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Local parents concern over child abuse charges

January 8, 2013

By Christine Keighery

The news that a Newtownhamilton resident has been charged with a string of child abuse offences has sparked concern amongst families living in the area.

Twenty four year old Jared Berry, a South African native with an address on the Ninemile road in Newtownhamilton, appeared in Omagh Magistrate’s court last Tuesday charged with fourteen counts of child abuse.

One of the charges relates to a rape which is alleged to have taken place in the south of Ireland while all the remaining allegations are understood to relate to offences within the Omagh district over a three year period.   Berry faces six charges of gross indecency with a child, three charges of rape, three charges of buggery with a girl and two charges of indecently assaulting a female.  All fourteen charges are of a historical nature.

District Judge, Bernie Kelly, rejected a defence solicitor’s application to prevent the accused from being named in the press, stating that she felt there was something “inherently wrong” for someone facing such charges to “hide behind the identity of the injured party.”

Since his details were revealed, worried Newtownhamilton residents have taken to social media sites to voice their concerns that, despite facing such serious charges, Berry remains living in the area, close to three local schools.

Local Councillor Jimmy Mc Creesh said he shared the concerns of residents and applauded Judge Kelly’s refusal to grant permission that the accused’s name be withheld from the press.

He also revealed that he has spoken to the Housing Executive about Mr Berry, a NIHE tenant, and expressed his annoyance that the Housing Executive were unaware of his background.

The Councillor said that, while he understands the Executive have a responsibility to find housing for their tenants, he feels they need to be aware of the safety of the greater community. Councillor McCreesh confirmed he will be requesting a meeting with the Executive to clarify their position in relation to notifying communities about neighbouring tenants.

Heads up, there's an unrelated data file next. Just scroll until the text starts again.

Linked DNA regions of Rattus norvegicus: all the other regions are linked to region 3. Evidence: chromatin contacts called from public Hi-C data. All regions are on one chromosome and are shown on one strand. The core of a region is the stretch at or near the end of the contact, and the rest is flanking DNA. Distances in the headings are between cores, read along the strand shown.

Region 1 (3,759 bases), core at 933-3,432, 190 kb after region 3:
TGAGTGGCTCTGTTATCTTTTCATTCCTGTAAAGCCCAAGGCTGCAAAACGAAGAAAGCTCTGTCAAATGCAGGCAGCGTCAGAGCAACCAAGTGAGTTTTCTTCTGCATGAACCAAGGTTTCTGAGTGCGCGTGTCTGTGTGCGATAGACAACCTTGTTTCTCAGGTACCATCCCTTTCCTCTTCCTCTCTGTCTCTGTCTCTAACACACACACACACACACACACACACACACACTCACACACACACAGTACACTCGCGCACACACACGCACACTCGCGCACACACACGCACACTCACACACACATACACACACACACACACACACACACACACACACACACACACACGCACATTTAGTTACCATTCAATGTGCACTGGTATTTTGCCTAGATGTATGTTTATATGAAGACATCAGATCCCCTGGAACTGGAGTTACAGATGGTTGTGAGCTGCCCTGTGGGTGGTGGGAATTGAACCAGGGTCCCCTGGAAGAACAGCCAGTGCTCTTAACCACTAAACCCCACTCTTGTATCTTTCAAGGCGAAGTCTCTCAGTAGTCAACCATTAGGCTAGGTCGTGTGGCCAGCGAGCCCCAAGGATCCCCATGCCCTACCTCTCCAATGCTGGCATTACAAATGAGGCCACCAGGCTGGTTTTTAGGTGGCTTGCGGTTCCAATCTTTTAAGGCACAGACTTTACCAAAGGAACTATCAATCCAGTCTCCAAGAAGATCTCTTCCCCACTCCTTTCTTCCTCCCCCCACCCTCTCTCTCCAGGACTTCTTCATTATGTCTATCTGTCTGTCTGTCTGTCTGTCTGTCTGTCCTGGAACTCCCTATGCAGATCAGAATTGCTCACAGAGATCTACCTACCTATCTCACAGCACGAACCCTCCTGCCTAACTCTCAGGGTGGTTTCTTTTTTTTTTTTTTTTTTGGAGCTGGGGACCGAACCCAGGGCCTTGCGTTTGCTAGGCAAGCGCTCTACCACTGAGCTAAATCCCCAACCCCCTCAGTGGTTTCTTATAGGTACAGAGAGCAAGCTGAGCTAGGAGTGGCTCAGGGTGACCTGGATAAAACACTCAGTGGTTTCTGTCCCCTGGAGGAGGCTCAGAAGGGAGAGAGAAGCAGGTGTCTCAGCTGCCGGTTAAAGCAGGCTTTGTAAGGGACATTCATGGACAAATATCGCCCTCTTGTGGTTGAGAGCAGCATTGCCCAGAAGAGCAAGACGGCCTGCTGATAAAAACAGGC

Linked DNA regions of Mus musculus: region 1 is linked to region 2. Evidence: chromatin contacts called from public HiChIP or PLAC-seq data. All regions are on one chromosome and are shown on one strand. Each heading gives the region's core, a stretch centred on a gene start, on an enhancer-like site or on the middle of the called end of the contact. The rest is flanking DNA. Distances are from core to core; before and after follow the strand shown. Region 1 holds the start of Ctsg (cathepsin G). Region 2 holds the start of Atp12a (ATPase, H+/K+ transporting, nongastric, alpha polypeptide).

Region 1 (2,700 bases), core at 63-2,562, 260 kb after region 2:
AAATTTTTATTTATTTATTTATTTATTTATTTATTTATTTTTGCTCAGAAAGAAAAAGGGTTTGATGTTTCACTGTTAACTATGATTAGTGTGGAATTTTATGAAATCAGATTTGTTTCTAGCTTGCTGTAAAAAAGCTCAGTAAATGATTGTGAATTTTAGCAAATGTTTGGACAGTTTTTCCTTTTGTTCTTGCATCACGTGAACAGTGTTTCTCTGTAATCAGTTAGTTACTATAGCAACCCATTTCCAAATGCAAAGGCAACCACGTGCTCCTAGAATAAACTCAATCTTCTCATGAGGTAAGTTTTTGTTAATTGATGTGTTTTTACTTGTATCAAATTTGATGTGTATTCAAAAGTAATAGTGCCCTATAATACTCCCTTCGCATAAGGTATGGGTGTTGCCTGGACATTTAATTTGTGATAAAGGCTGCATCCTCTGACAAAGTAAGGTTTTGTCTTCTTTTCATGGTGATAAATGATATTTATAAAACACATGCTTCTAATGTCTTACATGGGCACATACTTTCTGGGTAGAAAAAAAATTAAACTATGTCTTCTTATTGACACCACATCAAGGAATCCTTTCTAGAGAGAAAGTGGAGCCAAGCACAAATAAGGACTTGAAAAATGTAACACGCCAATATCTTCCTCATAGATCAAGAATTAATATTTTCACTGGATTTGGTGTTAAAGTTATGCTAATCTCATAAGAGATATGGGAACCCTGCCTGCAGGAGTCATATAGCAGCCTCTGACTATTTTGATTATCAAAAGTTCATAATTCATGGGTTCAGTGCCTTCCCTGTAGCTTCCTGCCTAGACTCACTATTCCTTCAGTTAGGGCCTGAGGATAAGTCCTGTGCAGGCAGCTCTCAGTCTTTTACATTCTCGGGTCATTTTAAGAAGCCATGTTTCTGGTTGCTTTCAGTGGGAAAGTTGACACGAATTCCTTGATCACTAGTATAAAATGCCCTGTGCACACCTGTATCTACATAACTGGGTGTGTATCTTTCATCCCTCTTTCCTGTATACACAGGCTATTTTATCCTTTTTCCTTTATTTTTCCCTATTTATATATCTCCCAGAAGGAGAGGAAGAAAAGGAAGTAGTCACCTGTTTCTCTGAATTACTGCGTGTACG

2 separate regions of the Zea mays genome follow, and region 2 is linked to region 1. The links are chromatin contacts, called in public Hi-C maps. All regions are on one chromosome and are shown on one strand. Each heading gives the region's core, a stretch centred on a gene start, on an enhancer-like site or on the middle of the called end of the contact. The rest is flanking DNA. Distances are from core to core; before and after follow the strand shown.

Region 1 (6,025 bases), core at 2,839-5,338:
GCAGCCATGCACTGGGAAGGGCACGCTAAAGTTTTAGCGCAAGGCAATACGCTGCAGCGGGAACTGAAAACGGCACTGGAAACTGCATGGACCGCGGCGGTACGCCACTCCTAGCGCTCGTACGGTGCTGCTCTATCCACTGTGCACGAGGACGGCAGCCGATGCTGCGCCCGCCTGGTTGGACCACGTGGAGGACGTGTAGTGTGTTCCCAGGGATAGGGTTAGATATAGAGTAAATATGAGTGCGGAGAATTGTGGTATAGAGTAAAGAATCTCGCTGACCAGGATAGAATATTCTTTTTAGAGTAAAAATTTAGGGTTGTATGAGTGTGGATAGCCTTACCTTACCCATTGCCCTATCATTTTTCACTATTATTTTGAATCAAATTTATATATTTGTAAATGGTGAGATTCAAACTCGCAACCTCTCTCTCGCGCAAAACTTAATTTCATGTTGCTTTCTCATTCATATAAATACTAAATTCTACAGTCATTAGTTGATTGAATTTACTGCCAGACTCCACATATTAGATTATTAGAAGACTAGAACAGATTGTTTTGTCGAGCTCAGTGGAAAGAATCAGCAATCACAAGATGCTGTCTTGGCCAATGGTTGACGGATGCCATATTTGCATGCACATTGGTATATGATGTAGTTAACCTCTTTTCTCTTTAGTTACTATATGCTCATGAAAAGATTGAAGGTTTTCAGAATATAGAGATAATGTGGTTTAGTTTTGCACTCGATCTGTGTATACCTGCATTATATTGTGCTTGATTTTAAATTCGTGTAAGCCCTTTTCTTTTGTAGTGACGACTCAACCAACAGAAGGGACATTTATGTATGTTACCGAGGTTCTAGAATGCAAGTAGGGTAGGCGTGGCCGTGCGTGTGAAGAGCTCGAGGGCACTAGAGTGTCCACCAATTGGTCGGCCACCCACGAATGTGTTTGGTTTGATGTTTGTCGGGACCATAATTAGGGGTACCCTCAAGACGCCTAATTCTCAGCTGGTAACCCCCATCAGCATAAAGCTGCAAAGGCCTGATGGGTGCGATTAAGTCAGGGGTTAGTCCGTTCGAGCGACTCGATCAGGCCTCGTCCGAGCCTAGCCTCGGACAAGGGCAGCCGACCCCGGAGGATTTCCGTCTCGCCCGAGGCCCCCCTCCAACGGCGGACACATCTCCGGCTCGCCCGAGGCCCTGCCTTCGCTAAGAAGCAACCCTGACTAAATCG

A PSNI spokesperson sought to allay the fears of the community by highlighting for The Examiner the Public Protection Arrangements process in place in Northern Ireland for assessing and managing the risk posed by sex offenders.

“Public protection arrangements are understood as co-operation between police, probation and social services focused almost exclusively on the assessment and management of risk posed by offenders in the community.

“Risk management is both complex and dynamic. For each offender it involves the preparation of a plan to address the specific risks identified in relation to the individual whilst they are in the community. Risk management plans will include actions to monitor the behaviour and attitudes of the offender and, when necessary, intervene in the individual’s life in order to minimise the risk of serious harm to others. These arrangements apply to convicted offenders.

“In cases where individuals are subject to bail conditions imposed by the Courts, specialist investigating officers are aware of the bail conditions and monitor them closely.”

The spokesperson confirmed that police would not comment on specific details of individuals but encouraged any member of the public with concerns regarding any aspect of public safety to contact them directly to discuss.

Jared Berry’s case has been adjourned until January 15th for the preparation of a full file.

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